However, it is on the question of the method by which sustainable economic growth and employment is to be achieved, that the opinions of ETUC and of the Union of Industrial and Employers' Confederations of Europe (UNICE) diverge.

ETUC argues that monetary policy alone is insufficient to achieve this aim, but must be supported by active budgetary and structural policies to keep the economy buoyant. The Broad Economic Policy Guidelines and the Cologne Council agenda were perceived to be insufficient to meet this task. ETUC calls for a commitment to 3%-plus growth rates, and states that the Broad Economic Policy Guidelines must also stimulate investment in trans-European networks, innovation and research, human resources and training. In addition, Europe-wide coordination and harmonisation of taxation must also be stepped up to underpin the employment strategy.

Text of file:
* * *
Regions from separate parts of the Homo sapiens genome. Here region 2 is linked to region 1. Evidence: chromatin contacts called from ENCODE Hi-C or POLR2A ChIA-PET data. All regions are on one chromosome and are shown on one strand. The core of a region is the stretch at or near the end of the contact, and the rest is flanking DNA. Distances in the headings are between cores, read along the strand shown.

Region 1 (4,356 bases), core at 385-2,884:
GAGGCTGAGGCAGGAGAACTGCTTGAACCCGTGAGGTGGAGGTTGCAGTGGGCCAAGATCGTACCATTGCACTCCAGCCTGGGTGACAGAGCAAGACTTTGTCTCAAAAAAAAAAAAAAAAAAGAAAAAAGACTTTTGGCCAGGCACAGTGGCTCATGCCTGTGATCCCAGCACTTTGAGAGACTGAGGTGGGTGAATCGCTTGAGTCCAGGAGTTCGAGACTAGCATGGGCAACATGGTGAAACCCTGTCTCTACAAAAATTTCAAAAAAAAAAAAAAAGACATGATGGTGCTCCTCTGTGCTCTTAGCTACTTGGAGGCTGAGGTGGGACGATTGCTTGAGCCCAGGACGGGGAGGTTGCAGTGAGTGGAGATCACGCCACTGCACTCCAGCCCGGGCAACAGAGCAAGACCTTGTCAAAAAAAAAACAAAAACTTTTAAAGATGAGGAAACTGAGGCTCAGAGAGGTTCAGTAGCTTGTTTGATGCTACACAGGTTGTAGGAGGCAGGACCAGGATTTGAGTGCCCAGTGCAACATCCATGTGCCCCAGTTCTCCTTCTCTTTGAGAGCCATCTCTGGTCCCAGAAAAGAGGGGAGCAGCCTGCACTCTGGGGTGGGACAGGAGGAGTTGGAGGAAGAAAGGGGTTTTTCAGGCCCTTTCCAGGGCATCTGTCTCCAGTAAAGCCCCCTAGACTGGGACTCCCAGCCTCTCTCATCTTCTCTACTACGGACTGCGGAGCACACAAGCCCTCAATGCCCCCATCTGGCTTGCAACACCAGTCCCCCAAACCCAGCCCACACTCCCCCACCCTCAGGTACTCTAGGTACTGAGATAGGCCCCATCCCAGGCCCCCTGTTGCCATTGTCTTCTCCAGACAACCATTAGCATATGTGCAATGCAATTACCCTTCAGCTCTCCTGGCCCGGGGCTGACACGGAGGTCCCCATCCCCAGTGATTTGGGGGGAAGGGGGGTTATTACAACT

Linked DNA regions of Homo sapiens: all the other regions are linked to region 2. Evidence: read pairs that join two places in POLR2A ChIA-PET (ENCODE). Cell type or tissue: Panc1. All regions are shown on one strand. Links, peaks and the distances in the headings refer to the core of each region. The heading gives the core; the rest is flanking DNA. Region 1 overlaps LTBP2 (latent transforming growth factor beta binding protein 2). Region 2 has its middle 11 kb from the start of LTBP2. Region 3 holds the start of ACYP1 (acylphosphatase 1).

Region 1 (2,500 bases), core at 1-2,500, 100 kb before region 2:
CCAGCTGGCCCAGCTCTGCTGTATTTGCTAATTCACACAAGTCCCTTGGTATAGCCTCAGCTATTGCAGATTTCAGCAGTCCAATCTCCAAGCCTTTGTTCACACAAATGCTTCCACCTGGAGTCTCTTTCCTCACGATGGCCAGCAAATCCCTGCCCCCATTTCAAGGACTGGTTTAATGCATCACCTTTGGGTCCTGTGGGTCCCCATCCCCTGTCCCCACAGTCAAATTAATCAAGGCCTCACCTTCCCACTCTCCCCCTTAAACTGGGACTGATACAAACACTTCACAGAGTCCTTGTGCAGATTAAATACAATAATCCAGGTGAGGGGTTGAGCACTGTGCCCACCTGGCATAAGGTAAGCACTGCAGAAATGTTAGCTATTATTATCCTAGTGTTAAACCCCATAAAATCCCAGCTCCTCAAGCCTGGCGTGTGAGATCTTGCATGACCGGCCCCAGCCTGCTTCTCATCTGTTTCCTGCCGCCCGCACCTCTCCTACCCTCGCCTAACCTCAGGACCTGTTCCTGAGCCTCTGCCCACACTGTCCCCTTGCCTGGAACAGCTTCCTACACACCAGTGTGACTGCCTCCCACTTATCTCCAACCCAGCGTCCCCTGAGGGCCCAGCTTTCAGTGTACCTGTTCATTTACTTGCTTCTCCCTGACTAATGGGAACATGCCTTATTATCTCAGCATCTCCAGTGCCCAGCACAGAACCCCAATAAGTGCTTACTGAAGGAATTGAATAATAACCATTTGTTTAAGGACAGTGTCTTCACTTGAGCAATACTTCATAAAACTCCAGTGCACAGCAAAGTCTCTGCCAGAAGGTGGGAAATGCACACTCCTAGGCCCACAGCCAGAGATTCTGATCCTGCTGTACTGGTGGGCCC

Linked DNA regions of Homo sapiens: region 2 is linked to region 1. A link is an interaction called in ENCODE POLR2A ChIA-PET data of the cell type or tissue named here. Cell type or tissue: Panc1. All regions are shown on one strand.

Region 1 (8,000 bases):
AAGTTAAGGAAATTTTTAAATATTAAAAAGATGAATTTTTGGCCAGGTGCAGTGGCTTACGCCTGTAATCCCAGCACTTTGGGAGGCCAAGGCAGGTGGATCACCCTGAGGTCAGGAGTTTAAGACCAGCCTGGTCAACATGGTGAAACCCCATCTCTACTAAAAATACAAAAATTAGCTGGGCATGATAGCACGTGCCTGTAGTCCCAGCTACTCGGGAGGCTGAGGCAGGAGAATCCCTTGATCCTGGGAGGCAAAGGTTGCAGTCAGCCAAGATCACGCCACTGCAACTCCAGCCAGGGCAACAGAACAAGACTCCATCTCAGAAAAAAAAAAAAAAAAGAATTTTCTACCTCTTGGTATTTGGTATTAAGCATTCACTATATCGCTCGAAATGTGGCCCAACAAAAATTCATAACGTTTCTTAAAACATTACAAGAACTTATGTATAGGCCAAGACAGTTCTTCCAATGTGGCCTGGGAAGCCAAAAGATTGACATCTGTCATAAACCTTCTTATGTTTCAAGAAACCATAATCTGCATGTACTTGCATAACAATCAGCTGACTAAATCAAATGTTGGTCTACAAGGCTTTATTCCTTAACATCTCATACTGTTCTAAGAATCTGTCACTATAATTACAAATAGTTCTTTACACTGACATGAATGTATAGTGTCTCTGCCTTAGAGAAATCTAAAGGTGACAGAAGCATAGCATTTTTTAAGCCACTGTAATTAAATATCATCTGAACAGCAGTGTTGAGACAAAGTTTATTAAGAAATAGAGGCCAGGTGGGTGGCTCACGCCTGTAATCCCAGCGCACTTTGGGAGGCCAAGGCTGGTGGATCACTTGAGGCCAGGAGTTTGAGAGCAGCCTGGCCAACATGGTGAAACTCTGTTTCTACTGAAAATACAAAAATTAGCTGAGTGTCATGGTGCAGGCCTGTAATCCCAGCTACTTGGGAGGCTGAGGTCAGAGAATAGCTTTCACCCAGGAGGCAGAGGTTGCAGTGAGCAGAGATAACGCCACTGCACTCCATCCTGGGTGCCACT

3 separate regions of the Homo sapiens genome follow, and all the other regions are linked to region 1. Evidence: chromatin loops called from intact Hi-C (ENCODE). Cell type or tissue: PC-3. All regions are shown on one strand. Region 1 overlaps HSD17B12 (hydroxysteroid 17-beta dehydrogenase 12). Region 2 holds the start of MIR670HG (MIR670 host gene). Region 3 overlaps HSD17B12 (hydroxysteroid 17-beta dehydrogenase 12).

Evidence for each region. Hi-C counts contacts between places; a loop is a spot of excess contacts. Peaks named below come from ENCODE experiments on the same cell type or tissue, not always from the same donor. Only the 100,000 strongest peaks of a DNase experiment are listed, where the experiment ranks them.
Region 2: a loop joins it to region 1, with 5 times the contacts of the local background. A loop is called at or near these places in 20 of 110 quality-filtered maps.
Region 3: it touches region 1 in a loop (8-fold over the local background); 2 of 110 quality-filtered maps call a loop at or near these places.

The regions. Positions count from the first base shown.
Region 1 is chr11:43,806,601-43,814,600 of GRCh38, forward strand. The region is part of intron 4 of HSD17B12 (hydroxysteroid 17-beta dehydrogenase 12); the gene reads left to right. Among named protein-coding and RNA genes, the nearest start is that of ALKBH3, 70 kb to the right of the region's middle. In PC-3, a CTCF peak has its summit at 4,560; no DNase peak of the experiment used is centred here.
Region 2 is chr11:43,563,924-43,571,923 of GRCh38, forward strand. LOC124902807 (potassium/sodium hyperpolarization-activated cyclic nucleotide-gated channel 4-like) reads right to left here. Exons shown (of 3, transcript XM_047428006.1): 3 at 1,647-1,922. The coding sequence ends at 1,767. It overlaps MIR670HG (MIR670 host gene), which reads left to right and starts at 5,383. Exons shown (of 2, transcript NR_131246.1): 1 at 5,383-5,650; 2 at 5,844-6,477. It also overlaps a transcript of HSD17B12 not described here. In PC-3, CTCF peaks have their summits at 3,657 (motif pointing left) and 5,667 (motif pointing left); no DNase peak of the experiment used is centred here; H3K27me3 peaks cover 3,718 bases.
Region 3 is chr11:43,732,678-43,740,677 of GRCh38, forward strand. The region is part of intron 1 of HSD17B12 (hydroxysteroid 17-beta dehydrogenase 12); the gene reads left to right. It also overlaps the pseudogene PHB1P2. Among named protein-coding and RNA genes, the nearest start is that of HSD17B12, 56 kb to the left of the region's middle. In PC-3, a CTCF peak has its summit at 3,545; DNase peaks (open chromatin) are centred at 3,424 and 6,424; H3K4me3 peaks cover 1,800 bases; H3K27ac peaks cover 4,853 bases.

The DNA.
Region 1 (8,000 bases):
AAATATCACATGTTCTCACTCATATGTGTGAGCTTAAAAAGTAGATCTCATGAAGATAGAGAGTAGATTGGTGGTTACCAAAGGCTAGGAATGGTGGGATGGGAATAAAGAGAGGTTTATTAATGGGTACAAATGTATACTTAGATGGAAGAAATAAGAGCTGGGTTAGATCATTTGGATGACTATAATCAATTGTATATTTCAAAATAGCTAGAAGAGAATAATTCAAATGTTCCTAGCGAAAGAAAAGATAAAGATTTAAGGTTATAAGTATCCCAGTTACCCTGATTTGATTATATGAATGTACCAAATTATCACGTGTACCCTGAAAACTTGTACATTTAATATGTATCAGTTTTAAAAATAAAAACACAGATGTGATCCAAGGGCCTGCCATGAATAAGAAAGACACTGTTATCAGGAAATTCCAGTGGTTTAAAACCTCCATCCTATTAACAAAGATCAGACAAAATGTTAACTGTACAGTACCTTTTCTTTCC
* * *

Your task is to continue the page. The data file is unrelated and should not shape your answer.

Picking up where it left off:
For its part, UNICE, in its pre-summit statement issued on 28 May 1999, calls for more decisive structural reform of the labour market as part of a European employment pact. It argues that policy coordination at EU level needs to respect the principle of subsidiarity and should not be pursued for its own sake. UNICE calls upon the EU to concentrate on facilitating cooperation and exchanges of good practice. In the light of these concerns, rather than aiming for a "pact" possibly involving binding commitments, UNICE considers it more appropriate to strengthen the voluntary process of exchange of information and dialogue at the EU level.

This dialogue on macro-economic policy at EU-level, while welcomed by UNICE, should maintain its strictly bilateral and autonomous character in full respect of the independence of all parties involved. In relation to the employment process launched at the November 1997 Luxembourg summit (EU9711168F), UNICE emphasises the importance of Member States making greater efforts to tackle issues which have, it is claimed, so far been neglected as too controversial, namely the reduction of the overall tax burden on business and of indirect labour costs.